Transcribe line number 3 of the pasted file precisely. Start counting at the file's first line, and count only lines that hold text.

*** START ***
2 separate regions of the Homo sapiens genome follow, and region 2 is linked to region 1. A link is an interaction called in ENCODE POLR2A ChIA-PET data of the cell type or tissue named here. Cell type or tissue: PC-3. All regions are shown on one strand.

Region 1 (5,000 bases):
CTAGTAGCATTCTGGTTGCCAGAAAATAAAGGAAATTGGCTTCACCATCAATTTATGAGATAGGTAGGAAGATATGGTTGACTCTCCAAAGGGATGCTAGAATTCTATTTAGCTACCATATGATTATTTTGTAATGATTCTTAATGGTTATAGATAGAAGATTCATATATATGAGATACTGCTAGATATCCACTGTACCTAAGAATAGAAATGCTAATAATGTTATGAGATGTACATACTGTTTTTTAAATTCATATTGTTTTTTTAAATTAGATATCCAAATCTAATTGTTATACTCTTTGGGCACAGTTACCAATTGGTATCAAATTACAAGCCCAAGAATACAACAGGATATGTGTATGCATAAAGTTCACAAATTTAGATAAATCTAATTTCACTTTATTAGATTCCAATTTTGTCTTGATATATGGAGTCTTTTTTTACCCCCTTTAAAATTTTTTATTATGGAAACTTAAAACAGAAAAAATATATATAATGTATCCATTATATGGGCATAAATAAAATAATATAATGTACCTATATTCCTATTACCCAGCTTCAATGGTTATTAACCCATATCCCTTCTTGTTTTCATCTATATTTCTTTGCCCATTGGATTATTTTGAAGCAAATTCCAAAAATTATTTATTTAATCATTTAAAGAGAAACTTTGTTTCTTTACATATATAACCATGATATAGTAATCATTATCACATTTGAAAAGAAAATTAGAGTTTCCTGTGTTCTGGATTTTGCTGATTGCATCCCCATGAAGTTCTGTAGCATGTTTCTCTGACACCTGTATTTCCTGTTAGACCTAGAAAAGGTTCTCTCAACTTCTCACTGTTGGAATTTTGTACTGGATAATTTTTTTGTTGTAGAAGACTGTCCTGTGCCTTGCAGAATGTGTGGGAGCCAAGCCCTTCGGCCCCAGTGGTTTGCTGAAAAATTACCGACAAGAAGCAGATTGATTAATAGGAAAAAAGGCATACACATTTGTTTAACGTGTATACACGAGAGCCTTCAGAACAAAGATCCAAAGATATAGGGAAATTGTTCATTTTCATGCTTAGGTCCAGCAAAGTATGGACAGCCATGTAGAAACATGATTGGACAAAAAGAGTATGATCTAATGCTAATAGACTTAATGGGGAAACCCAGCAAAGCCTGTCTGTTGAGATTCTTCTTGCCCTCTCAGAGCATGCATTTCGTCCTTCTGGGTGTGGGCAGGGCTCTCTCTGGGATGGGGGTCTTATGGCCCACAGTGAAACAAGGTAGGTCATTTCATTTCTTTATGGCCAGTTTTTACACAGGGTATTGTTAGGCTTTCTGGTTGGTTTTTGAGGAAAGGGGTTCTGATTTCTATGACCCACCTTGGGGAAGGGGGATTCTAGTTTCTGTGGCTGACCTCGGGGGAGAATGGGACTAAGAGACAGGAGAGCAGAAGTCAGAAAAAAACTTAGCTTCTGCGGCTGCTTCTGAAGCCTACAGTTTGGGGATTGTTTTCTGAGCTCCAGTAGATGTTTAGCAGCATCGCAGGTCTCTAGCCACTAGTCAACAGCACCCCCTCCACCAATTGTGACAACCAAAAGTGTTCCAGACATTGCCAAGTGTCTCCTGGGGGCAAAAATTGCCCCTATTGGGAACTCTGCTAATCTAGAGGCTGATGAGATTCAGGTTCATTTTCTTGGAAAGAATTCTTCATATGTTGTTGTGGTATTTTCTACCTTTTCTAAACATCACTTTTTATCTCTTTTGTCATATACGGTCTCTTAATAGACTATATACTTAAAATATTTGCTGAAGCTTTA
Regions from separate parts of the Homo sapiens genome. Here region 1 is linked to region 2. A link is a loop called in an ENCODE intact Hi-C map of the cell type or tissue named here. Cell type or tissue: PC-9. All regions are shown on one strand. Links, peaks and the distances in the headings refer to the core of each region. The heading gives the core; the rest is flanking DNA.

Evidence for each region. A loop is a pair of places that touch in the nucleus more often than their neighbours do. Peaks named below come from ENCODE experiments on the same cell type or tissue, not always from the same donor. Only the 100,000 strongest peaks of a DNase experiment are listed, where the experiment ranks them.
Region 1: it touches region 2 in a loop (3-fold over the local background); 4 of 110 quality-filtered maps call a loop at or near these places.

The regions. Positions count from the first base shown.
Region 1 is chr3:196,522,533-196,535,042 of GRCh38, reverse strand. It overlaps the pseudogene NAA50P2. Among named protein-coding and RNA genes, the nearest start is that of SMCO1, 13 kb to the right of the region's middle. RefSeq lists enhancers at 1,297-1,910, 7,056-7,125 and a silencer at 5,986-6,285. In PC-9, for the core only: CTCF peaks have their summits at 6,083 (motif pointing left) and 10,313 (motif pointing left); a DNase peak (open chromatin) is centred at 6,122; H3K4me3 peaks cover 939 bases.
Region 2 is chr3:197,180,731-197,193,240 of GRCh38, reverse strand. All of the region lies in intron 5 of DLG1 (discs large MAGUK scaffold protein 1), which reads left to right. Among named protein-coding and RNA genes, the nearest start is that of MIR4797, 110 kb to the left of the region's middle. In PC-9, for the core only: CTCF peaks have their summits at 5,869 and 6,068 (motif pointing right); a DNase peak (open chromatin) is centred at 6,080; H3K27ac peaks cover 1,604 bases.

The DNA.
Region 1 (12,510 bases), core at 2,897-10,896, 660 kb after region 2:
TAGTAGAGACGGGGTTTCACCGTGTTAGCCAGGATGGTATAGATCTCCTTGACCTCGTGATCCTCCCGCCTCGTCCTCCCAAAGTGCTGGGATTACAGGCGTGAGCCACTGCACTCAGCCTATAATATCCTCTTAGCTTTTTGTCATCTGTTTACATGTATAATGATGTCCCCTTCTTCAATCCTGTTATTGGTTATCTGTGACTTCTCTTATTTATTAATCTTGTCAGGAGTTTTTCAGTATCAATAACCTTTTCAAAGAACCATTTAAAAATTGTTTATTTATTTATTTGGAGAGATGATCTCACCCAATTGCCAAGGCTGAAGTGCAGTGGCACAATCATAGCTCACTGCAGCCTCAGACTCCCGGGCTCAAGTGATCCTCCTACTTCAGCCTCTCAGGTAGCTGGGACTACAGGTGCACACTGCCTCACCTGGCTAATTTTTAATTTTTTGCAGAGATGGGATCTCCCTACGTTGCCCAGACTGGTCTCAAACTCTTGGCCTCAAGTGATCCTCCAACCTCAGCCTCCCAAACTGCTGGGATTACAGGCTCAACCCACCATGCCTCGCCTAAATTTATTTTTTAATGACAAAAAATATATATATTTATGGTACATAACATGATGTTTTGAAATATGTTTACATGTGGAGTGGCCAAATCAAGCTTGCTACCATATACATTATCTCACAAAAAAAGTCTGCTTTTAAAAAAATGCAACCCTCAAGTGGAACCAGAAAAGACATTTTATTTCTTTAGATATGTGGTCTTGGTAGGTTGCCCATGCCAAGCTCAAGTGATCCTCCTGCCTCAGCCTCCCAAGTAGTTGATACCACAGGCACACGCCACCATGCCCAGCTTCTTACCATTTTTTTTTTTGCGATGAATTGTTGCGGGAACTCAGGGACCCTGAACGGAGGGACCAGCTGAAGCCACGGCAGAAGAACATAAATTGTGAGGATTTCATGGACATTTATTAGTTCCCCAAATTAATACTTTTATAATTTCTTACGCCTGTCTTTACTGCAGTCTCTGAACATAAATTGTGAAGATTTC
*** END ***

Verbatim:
CTAGTAGCATTCTGGTTGCCAGAAAATAAAGGAAATTGGCTTCACCATCAATTTATGAGATAGGTAGGAAGATATGGTTGACTCTCCAAAGGGATGCTAGAATTCTATTTAGCTACCATATGATTATTTTGTAATGATTCTTAATGGTTATAGATAGAAGATTCATATATATGAGATACTGCTAGATATCCACTGTACCTAAGAATAGAAATGCTAATAATGTTATGAGATGTACATACTGTTTTTTAAATTCATATTGTTTTTTTAAATTAGATATCCAAATCTAATTGTTATACTCTTTGGGCACAGTTACCAATTGGTATCAAATTACAAGCCCAAGAATACAACAGGATATGTGTATGCATAAAGTTCACAAATTTAGATAAATCTAATTTCACTTTATTAGATTCCAATTTTGTCTTGATATATGGAGTCTTTTTTTACCCCCTTTAAAATTTTTTATTATGGAAACTTAAAACAGAAAAAATATATATAATGTATCCATTATATGGGCATAAATAAAATAATATAATGTACCTATATTCCTATTACCCAGCTTCAATGGTTATTAACCCATATCCCTTCTTGTTTTCATCTATATTTCTTTGCCCATTGGATTATTTTGAAGCAAATTCCAAAAATTATTTATTTAATCATTTAAAGAGAAACTTTGTTTCTTTACATATATAACCATGATATAGTAATCATTATCACATTTGAAAAGAAAATTAGAGTTTCCTGTGTTCTGGATTTTGCTGATTGCATCCCCATGAAGTTCTGTAGCATGTTTCTCTGACACCTGTATTTCCTGTTAGACCTAGAAAAGGTTCTCTCAACTTCTCACTGTTGGAATTTTGTACTGGATAATTTTTTTGTTGTAGAAGACTGTCCTGTGCCTTGCAGAATGTGTGGGAGCCAAGCCCTTCGGCCCCAGTGGTTTGCTGAAAAATTACCGACAAGAAGCAGATTGATTAATAGGAAAAAAGGCATACACATTTGTTTAACGTGTATACACGAGAGCCTTCAGAACAAAGATCCAAAGATATAGGGAAATTGTTCATTTTCATGCTTAGGTCCAGCAAAGTATGGACAGCCATGTAGAAACATGATTGGACAAAAAGAGTATGATCTAATGCTAATAGACTTAATGGGGAAACCCAGCAAAGCCTGTCTGTTGAGATTCTTCTTGCCCTCTCAGAGCATGCATTTCGTCCTTCTGGGTGTGGGCAGGGCTCTCTCTGGGATGGGGGTCTTATGGCCCACAGTGAAACAAGGTAGGTCATTTCATTTCTTTATGGCCAGTTTTTACACAGGGTATTGTTAGGCTTTCTGGTTGGTTTTTGAGGAAAGGGGTTCTGATTTCTATGACCCACCTTGGGGAAGGGGGATTCTAGTTTCTGTGGCTGACCTCGGGGGAGAATGGGACTAAGAGACAGGAGAGCAGAAGTCAGAAAAAAACTTAGCTTCTGCGGCTGCTTCTGAAGCCTACAGTTTGGGGATTGTTTTCTGAGCTCCAGTAGATGTTTAGCAGCATCGCAGGTCTCTAGCCACTAGTCAACAGCACCCCCTCCACCAATTGTGACAACCAAAAGTGTTCCAGACATTGCCAAGTGTCTCCTGGGGGCAAAAATTGCCCCTATTGGGAACTCTGCTAATCTAGAGGCTGATGAGATTCAGGTTCATTTTCTTGGAAAGAATTCTTCATATGTTGTTGTGGTATTTTCTACCTTTTCTAAACATCACTTTTTATCTCTTTTGTCATATACGGTCTCTTAATAGACTATATACTTAAAATATTTGCTGAAGCTTTA